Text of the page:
Renaissance's Weerasinghe says that a pastry chef's artistic touch does this job for him.

"There is only one technique a pastry chef can use to promote their desserts and that is through the eyes," he explains.

"I make sure that the garnishes I use are from fresh and fine ingredients - from the fruits and berries that I use, to the chocolates that enhances the look of the dessert."Radisson's Mayor notes that nowadays desserts have a role to play in advertising the hotel's offering.

"We have regular dessert speciality weeks in our coffee shop reflecting the seasonal tastes and then those specialties are promoted in the local media and within our hotel outlets," he notes.

"We do not really have a dessert menu in our fine-dining restaurant, but a classical dessert trolley is served in our Chinese restaurant."

Food fight

With more and more competitions filling up the culinary calendar across the Middle East, the aesthetics of desserts now play an important role in promoting the innovation of chefs working in the region's kitchens.

Shangri-La Hotel, Qaryat Al Beri's Salim remarks that the region's pastry chefs are now recognised on the global stage for their creative talent.

"I think in this region the pastry chefs are some of the most innovative," he says. "We're definitely on a par with the best in the world; compared to some areas, we are actually further ahead, but if you look at it overall we're right there with any other country in terms of fineness and quality of the products we're producing.

"I think this progress is to do with the exposure this region has had to international influences," continues Salim. "The flow of ex-pats coming into the region, the type of training they've had and also the information they receive.

"Look at the amount of magazines and the amount of information available on the internet, and the competitions and events going on around the globe today; when you witness more inner creativity coming out you want to create more and be more innovative."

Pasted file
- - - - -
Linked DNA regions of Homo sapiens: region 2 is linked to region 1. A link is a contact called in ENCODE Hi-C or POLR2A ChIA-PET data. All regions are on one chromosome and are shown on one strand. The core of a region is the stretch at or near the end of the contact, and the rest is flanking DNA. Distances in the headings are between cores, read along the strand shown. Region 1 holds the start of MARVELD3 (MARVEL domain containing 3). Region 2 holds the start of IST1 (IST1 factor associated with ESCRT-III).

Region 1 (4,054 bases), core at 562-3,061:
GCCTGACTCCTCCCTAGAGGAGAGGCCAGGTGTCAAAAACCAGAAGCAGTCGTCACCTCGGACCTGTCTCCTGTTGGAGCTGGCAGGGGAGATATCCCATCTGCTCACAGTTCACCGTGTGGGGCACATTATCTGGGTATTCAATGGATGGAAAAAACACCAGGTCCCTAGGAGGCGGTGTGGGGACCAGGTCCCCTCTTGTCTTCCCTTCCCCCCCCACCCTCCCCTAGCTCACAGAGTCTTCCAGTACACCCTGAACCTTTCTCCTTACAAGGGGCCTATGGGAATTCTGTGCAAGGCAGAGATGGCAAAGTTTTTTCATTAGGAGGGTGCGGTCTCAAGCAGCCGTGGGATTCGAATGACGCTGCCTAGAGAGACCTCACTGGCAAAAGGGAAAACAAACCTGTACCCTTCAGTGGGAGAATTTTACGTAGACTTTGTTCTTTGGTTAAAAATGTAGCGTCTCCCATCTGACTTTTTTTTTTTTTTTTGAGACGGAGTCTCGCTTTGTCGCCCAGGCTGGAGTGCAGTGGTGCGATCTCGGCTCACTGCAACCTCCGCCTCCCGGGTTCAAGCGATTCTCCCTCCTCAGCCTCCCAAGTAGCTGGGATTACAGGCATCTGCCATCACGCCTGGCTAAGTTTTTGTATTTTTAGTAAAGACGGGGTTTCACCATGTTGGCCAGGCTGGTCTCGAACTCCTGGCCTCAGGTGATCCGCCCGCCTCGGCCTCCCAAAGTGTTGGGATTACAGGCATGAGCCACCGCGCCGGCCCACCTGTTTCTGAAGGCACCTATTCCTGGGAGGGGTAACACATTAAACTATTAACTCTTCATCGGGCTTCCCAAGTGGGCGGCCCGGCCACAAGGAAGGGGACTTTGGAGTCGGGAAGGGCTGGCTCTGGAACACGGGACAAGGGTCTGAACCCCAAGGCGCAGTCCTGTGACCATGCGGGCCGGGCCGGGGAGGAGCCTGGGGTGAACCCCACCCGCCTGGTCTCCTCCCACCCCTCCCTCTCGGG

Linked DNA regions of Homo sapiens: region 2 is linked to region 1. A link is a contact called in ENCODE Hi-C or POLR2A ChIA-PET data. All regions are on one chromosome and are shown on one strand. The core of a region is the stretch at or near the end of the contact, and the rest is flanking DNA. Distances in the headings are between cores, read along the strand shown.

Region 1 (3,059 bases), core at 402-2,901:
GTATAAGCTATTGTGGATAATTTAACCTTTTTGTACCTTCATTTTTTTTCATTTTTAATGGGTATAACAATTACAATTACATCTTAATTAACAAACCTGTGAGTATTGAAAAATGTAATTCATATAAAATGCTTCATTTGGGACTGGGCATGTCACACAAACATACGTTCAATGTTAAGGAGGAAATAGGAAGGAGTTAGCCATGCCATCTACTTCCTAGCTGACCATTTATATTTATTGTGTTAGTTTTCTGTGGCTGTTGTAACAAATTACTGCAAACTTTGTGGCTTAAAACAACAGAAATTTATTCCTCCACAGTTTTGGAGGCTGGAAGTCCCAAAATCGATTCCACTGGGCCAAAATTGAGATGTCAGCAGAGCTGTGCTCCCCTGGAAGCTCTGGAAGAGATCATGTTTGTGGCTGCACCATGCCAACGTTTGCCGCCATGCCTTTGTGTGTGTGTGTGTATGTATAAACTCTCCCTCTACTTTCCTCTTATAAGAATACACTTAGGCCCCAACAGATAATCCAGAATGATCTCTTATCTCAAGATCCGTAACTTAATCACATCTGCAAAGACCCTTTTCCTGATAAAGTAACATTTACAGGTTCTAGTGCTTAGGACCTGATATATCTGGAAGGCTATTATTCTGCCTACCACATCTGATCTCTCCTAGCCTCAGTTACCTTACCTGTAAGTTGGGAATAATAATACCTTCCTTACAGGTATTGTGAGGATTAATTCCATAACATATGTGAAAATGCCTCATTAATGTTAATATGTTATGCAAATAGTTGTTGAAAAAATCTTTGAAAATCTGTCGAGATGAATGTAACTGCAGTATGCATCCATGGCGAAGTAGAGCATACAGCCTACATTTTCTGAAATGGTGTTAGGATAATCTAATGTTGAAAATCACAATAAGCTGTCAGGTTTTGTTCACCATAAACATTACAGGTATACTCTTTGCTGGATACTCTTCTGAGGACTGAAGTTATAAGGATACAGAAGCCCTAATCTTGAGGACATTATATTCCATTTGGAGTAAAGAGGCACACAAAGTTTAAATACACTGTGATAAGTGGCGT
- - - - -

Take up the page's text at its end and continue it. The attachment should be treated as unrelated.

Fresh supplies

Radisson's Mayor says even in a developing culinary market such as Kuwait's, a wide range of ingredients can be purchased.

"In Kuwait a good range of pastry ingredients are available, but as soon as you search for something ‘out of the box', limitations arise due to the lack of demand, unrealistic prices and restricted food market supply," he says.

"In developed hospitality markets, this quickly changes due to new demands."

But even when ingredients are hard to come by, it seems many pastry chefs try to avoid purchasing entirely ready-made frozen alternatives.

Renaissance's Weerasinghe comments: "Purchasing frozen desserts is definitely something I try to avoid.

"Our guests at the hotel look for that homemade touch and I make sure that I am involved from start to the finish of every product that reaches the counter at our pastry shop.

"No one can ever be sure of who touches what and what goes where if it comes in frozen, wrapped up in a company logo," he says.

It seems that as long as the region's chefs devote time to culinary creativity, the future of the sweet and dessert segment of the Middle East's culinary industry is assured.

And with consistent supplier support regarding the availability of ingredients, the region has the potential to become a leading light on the global dessert stage.